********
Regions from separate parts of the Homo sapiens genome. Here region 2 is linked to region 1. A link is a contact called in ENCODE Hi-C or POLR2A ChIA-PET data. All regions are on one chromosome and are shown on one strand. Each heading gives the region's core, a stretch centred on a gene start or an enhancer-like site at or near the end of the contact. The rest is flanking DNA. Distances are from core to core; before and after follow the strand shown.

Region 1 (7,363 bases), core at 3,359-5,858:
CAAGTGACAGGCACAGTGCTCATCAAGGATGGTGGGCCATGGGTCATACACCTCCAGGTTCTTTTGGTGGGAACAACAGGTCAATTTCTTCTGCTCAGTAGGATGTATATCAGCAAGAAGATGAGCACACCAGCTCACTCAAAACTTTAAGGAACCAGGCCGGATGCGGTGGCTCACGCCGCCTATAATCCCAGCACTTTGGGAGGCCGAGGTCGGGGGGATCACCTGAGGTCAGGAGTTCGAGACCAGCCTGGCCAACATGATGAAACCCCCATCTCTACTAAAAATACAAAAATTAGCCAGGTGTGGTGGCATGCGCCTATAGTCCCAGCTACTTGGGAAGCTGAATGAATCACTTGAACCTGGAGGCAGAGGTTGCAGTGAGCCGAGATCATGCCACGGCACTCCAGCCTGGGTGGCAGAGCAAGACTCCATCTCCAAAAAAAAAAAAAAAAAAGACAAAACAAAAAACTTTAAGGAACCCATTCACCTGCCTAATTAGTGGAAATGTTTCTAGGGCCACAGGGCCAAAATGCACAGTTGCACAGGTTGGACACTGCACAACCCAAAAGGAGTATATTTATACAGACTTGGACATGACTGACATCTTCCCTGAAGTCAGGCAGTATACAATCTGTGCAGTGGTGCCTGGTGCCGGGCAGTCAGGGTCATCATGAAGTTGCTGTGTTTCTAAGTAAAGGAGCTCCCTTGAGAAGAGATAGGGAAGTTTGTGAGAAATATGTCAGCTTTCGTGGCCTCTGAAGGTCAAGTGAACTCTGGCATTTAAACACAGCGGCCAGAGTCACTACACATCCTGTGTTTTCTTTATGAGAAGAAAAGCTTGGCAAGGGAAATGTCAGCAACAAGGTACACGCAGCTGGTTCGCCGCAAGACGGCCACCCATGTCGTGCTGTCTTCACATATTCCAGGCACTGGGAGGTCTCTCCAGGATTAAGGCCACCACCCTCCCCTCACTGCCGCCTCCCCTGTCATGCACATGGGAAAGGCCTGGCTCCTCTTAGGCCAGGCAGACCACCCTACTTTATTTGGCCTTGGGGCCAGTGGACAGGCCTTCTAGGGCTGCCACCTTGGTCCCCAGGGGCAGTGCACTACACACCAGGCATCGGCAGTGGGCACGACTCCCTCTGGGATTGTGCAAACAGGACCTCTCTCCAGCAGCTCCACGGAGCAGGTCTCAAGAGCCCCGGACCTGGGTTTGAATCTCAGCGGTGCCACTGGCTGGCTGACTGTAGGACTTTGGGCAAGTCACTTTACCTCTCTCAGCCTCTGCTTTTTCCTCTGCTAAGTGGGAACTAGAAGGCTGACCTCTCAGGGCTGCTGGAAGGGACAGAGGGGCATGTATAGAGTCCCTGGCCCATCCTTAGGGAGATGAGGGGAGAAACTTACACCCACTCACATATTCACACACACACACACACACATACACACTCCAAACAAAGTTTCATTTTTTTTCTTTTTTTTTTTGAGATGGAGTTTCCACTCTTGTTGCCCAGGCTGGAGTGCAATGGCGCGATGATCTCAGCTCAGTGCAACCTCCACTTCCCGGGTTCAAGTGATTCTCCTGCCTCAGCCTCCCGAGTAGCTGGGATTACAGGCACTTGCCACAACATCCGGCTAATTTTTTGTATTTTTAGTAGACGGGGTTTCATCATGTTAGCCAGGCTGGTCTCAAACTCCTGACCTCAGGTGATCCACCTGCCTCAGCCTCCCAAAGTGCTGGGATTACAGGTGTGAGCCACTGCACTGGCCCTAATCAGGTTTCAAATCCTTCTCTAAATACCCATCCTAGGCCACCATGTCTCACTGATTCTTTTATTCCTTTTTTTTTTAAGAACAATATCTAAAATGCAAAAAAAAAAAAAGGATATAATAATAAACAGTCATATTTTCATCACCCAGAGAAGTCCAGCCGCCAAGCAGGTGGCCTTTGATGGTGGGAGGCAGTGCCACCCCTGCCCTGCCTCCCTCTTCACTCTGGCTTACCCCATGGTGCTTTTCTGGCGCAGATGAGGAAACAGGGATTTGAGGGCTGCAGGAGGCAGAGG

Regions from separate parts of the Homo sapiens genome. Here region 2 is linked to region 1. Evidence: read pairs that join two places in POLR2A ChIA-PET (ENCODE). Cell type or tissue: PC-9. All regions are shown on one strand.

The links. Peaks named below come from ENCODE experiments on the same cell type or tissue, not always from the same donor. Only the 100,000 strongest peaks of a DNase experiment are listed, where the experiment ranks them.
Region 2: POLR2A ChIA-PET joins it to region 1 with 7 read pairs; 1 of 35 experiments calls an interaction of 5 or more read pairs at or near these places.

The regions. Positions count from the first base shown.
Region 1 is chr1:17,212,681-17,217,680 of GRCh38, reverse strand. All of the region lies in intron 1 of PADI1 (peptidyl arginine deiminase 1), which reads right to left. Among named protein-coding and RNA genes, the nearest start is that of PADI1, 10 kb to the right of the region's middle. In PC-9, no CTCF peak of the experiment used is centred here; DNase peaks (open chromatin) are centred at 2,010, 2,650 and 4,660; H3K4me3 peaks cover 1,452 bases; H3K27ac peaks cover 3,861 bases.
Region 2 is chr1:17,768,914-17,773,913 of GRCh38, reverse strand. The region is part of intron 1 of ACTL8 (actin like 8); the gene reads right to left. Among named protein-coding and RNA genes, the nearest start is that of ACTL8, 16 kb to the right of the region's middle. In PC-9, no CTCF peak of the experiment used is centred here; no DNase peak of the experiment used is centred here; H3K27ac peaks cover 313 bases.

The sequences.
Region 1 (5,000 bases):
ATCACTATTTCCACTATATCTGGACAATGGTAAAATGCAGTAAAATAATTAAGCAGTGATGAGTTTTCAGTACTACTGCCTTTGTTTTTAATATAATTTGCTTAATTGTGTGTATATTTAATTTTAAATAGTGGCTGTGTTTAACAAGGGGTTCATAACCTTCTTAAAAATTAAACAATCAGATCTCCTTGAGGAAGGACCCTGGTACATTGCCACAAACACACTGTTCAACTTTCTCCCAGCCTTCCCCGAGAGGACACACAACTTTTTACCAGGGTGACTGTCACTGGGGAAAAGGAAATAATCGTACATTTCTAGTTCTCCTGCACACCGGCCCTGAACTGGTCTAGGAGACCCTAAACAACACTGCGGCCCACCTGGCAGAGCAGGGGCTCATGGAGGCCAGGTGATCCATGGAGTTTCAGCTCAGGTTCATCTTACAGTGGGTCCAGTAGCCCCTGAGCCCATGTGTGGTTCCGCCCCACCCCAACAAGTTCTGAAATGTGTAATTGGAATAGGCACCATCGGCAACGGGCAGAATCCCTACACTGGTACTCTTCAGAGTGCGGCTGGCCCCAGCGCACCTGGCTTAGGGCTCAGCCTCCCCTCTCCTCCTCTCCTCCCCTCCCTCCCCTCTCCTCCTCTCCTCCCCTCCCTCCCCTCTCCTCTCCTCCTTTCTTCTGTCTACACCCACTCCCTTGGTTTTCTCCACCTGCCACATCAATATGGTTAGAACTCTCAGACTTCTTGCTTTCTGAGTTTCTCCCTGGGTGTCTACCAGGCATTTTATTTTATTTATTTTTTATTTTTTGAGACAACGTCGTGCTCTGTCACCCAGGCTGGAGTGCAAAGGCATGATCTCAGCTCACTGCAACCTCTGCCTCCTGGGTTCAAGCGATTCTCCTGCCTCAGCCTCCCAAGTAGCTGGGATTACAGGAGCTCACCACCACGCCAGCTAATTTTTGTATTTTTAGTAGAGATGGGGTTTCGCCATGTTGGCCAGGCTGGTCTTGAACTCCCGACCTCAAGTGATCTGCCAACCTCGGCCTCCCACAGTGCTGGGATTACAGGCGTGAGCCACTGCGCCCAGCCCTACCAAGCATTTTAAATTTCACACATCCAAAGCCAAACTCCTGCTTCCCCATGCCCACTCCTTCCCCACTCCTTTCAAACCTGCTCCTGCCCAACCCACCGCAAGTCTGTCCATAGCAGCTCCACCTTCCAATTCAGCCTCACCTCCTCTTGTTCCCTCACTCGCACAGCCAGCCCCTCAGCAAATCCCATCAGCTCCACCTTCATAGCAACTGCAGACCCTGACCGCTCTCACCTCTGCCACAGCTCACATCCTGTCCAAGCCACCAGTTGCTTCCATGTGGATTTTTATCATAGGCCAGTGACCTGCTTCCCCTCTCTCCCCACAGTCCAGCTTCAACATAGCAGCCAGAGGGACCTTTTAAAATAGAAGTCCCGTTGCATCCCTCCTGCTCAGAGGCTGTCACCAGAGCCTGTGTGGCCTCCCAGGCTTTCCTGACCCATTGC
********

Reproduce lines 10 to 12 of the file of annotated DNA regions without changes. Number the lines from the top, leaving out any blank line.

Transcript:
The sequences.
Region 1 (5,000 bases):
ATCACTATTTCCACTATATCTGGACAATGGTAAAATGCAGTAAAATAATTAAGCAGTGATGAGTTTTCAGTACTACTGCCTTTGTTTTTAATATAATTTGCTTAATTGTGTGTATATTTAATTTTAAATAGTGGCTGTGTTTAACAAGGGGTTCATAACCTTCTTAAAAATTAAACAATCAGATCTCCTTGAGGAAGGACCCTGGTACATTGCCACAAACACACTGTTCAACTTTCTCCCAGCCTTCCCCGAGAGGACACACAACTTTTTACCAGGGTGACTGTCACTGGGGAAAAGGAAATAATCGTACATTTCTAGTTCTCCTGCACACCGGCCCTGAACTGGTCTAGGAGACCCTAAACAACACTGCGGCCCACCTGGCAGAGCAGGGGCTCATGGAGGCCAGGTGATCCATGGAGTTTCAGCTCAGGTTCATCTTACAGTGGGTCCAGTAGCCCCTGAGCCCATGTGTGGTTCCGCCCCACCCCAACAAGTTCTGAAATGTGTAATTGGAATAGGCACCATCGGCAACGGGCAGAATCCCTACACTGGTACTCTTCAGAGTGCGGCTGGCCCCAGCGCACCTGGCTTAGGGCTCAGCCTCCCCTCTCCTCCTCTCCTCCCCTCCCTCCCCTCTCCTCCTCTCCTCCCCTCCCTCCCCTCTCCTCTCCTCCTTTCTTCTGTCTACACCCACTCCCTTGGTTTTCTCCACCTGCCACATCAATATGGTTAGAACTCTCAGACTTCTTGCTTTCTGAGTTTCTCCCTGGGTGTCTACCAGGCATTTTATTTTATTTATTTTTTATTTTTTGAGACAACGTCGTGCTCTGTCACCCAGGCTGGAGTGCAAAGGCATGATCTCAGCTCACTGCAACCTCTGCCTCCTGGGTTCAAGCGATTCTCCTGCCTCAGCCTCCCAAGTAGCTGGGATTACAGGAGCTCACCACCACGCCAGCTAATTTTTGTATTTTTAGTAGAGATGGGGTTTCGCCATGTTGGCCAGGCTGGTCTTGAACTCCCGACCTCAAGTGATCTGCCAACCTCGGCCTCCCACAGTGCTGGGATTACAGGCGTGAGCCACTGCGCCCAGCCCTACCAAGCATTTTAAATTTCACACATCCAAAGCCAAACTCCTGCTTCCCCATGCCCACTCCTTCCCCACTCCTTTCAAACCTGCTCCTGCCCAACCCACCGCAAGTCTGTCCATAGCAGCTCCACCTTCCAATTCAGCCTCACCTCCTCTTGTTCCCTCACTCGCACAGCCAGCCCCTCAGCAAATCCCATCAGCTCCACCTTCATAGCAACTGCAGACCCTGACCGCTCTCACCTCTGCCACAGCTCACATCCTGTCCAAGCCACCAGTTGCTTCCATGTGGATTTTTATCATAGGCCAGTGACCTGCTTCCCCTCTCTCCCCACAGTCCAGCTTCAACATAGCAGCCAGAGGGACCTTTTAAAATAGAAGTCCCGTTGCATCCCTCCTGCTCAGAGGCTGTCACCAGAGCCTGTGTGGCCTCCCAGGCTTTCCTGACCCATTGC